Microgrids are self-sustainable energy networks that can keep going without any outside connection. If you were to picture a microgrid, then imagine solar panels or wind turbines located on the same site as a consumer such as a data center.
In an ideal world, all the power consumed in the microgrid is generated on-site. In practice, given the intermittent nature of renewables, there’s a connection to the grid to keep it going.
In recent years, data center companies including Google, Microsoft, and Facebook have been pumping money into renewable energy via power purchase agreements (PPAs), investments into utility companies or establishing entire dedicated solar or wind farms.
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Alongside these, microgrids, which are hyper-localized can seem like small fry. However, data center operators are now giving microgrids consideration - and some can in fact be quite large.
Last year, Pegasus Group Holdings proposed a $3 billion microgrid project in Arizona, called The Hive. The idea is to build a data center with its own dedicated 340MW solar farm, on a 700-acre site.
In New Britain, Connecticut, there’s a $1 billion fuel cell-powered microgrid and data center project proposed by Energy Innovation Park, LLC (EIP) and ThunderbirdCHP, in a former tool factory once owned by Stanley Black & Decker.
Smaller companies have also got in on the action. Real estate firm Plouton Group is currently pitching a data center and a solar farm on a 50-acre plot in the Mojave Desert. This microgrid, according to the company, will give Plouton electricity that costs 40 to 70 percent less per kilowatt-hour (kWh) than the grid.
These are untried newcomers to the data center field. To learn more about why established companies are looking to generate their own power, we spoke to Schneider Electric’s expert on microgrids, Carsten Baumann.
“Microgrids have been around for the last two decades, although we may have not called them microgrids back then,” Baumann said. “They were very static engineered systems; they didn't take any advantage of what today is possible.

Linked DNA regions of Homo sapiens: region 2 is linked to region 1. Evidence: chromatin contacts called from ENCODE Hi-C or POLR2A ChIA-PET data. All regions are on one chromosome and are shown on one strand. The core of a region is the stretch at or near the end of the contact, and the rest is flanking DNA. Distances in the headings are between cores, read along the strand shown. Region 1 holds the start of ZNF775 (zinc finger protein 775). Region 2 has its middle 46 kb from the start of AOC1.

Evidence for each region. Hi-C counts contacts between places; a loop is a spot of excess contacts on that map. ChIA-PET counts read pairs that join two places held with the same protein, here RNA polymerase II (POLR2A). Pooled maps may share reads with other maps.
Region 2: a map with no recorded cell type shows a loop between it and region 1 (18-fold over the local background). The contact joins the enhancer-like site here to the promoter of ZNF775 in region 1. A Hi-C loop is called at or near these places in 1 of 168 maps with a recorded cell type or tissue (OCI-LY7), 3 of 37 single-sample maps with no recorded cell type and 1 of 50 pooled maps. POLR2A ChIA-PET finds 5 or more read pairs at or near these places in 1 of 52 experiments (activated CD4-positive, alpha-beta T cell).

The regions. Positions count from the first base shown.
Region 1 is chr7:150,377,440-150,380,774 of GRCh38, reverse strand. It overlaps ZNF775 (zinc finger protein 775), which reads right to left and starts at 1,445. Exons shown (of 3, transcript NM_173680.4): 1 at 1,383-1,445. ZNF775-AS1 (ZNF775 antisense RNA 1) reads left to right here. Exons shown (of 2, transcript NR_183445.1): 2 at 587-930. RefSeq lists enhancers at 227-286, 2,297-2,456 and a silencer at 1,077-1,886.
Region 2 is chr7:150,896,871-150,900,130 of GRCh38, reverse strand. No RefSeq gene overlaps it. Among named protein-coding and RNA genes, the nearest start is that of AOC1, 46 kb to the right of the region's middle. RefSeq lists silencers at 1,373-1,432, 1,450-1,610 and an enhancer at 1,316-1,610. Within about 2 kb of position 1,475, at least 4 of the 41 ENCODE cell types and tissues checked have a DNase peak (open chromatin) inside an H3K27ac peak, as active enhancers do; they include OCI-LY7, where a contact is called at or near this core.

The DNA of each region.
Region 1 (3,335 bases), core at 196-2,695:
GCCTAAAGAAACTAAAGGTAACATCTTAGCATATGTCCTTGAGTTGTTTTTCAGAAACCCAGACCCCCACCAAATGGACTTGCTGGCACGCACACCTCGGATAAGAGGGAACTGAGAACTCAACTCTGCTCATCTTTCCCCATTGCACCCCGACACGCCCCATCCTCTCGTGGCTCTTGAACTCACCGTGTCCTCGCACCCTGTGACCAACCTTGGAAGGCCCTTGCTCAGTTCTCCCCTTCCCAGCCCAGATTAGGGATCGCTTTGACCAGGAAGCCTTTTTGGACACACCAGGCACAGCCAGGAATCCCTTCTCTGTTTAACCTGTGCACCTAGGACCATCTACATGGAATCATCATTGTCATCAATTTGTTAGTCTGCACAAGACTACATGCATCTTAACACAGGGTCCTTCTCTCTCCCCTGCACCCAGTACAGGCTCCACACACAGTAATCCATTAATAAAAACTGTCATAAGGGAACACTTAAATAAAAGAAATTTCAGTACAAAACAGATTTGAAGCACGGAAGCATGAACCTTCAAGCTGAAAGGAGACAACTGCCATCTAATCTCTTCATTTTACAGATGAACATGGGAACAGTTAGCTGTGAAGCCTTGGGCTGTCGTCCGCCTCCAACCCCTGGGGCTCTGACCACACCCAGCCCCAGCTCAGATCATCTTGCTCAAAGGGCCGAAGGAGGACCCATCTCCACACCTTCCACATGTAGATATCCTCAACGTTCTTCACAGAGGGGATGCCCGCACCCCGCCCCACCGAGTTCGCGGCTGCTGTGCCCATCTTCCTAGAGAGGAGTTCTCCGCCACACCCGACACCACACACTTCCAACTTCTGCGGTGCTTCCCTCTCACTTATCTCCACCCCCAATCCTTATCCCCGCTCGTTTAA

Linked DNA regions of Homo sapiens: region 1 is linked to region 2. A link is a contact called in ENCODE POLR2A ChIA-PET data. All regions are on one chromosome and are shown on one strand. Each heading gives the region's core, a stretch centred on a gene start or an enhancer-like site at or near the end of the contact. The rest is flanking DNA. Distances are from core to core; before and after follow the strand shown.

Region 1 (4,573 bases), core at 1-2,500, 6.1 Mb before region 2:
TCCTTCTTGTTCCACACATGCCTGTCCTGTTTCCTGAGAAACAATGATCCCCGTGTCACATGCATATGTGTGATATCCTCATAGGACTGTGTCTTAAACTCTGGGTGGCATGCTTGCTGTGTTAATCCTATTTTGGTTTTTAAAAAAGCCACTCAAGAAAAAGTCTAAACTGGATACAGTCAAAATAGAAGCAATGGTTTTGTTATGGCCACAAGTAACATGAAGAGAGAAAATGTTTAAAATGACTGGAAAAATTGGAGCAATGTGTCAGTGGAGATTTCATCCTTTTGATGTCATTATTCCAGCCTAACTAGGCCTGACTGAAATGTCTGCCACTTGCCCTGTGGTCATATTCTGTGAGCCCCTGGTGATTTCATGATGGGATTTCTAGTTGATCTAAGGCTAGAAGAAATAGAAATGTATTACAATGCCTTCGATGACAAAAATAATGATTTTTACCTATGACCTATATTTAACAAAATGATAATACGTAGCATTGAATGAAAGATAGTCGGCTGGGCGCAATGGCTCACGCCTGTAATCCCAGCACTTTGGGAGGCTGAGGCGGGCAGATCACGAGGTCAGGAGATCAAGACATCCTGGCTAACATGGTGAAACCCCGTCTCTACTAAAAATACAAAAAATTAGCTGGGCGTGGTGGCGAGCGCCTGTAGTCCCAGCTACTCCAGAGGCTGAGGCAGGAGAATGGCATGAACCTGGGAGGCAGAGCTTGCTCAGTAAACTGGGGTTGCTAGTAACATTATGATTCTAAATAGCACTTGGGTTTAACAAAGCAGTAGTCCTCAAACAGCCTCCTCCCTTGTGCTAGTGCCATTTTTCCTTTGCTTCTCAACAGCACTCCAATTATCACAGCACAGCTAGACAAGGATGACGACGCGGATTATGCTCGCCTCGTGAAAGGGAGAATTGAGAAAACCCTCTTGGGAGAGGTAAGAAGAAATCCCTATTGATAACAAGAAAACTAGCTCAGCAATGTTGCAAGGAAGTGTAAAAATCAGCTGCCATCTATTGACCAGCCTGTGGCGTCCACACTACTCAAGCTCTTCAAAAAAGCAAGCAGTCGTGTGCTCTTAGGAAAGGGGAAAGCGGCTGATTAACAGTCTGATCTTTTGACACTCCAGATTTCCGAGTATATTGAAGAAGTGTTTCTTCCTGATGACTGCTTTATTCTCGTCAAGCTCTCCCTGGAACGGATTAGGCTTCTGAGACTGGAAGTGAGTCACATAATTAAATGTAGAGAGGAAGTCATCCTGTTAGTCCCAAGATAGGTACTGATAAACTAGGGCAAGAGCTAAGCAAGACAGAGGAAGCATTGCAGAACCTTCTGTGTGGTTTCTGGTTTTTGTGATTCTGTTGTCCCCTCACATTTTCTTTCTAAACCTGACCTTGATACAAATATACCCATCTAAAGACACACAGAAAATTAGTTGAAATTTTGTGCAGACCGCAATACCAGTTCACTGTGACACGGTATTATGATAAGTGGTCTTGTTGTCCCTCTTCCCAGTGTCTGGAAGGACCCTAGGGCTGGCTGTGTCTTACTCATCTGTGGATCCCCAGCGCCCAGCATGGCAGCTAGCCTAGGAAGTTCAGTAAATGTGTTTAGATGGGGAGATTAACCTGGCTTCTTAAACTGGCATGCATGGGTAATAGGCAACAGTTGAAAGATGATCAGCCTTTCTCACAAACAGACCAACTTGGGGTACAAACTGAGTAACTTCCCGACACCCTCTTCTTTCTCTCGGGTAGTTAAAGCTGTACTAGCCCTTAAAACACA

“When we think about a microgrid, it works in tandem with a facility - whatever that might be, a hospital, or a data center,” Baumann continued. These would normally be connected to the grid but, if there are renewable energy assets on the premises, they can supplement what the data center gets from the grid.
“So, let's assume a data center needs 100 units of energy but the on-site resource produces 20 units, this means the other 80 units would come from the grid.
"Then let's say the wind changes and we can only produce 10 or five units - so it's intermittent. This means you’ll be jumping back onto the grid.”
The idealized microgrid system is an island system, as Baumann described: “We are islanding ourselves from the utility, we are disconnecting ourselves from the utility. Now we are responsible for making or producing the power for our own consumption.”
That’s all very well if the microgrid’s resources produce enough energy for the load, but “many times, we may have more load than we can produce. Therefore, load and supply-demand need to match.”
If we are talking about data centers, then obviously there’s a need for reliability, provided by redundancy. If a microgrid is feeding a mission-critical data center, there must be some sort of backup power generation.
Most often this takes the form of a diesel power generator which will keep running as long as you can keep supplying the fuel - and enough battery-based energy storage to keep the loads running while the diesels slowly fire up.